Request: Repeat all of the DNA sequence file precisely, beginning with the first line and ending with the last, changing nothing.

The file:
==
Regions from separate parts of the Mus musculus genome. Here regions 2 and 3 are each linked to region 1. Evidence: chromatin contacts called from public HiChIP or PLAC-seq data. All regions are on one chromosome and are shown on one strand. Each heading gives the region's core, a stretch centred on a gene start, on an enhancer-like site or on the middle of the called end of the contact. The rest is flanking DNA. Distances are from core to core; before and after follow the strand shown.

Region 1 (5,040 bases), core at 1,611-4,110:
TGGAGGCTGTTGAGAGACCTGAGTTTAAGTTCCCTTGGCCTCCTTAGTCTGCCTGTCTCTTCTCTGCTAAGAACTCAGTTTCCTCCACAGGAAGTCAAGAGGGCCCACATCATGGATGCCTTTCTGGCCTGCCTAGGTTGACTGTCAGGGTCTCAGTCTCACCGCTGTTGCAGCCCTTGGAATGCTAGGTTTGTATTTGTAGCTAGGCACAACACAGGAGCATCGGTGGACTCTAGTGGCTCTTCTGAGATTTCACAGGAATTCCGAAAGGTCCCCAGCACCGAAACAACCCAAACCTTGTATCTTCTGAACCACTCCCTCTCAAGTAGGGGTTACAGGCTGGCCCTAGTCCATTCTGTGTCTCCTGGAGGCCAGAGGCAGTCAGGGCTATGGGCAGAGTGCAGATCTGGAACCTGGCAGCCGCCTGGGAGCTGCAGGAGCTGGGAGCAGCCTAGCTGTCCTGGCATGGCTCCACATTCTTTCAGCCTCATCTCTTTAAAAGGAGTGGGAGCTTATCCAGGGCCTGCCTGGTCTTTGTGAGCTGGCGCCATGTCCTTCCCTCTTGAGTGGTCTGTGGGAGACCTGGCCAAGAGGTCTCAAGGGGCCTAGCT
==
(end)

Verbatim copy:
Regions from separate parts of the Mus musculus genome. Here regions 2 and 3 are each linked to region 1. Evidence: chromatin contacts called from public HiChIP or PLAC-seq data. All regions are on one chromosome and are shown on one strand. Each heading gives the region's core, a stretch centred on a gene start, on an enhancer-like site or on the middle of the called end of the contact. The rest is flanking DNA. Distances are from core to core; before and after follow the strand shown.

Region 1 (5,040 bases), core at 1,611-4,110:
TGGAGGCTGTTGAGAGACCTGAGTTTAAGTTCCCTTGGCCTCCTTAGTCTGCCTGTCTCTTCTCTGCTAAGAACTCAGTTTCCTCCACAGGAAGTCAAGAGGGCCCACATCATGGATGCCTTTCTGGCCTGCCTAGGTTGACTGTCAGGGTCTCAGTCTCACCGCTGTTGCAGCCCTTGGAATGCTAGGTTTGTATTTGTAGCTAGGCACAACACAGGAGCATCGGTGGACTCTAGTGGCTCTTCTGAGATTTCACAGGAATTCCGAAAGGTCCCCAGCACCGAAACAACCCAAACCTTGTATCTTCTGAACCACTCCCTCTCAAGTAGGGGTTACAGGCTGGCCCTAGTCCATTCTGTGTCTCCTGGAGGCCAGAGGCAGTCAGGGCTATGGGCAGAGTGCAGATCTGGAACCTGGCAGCCGCCTGGGAGCTGCAGGAGCTGGGAGCAGCCTAGCTGTCCTGGCATGGCTCCACATTCTTTCAGCCTCATCTCTTTAAAAGGAGTGGGAGCTTATCCAGGGCCTGCCTGGTCTTTGTGAGCTGGCGCCATGTCCTTCCCTCTTGAGTGGTCTGTGGGAGACCTGGCCAAGAGGTCTCAAGGGGCCTAGCT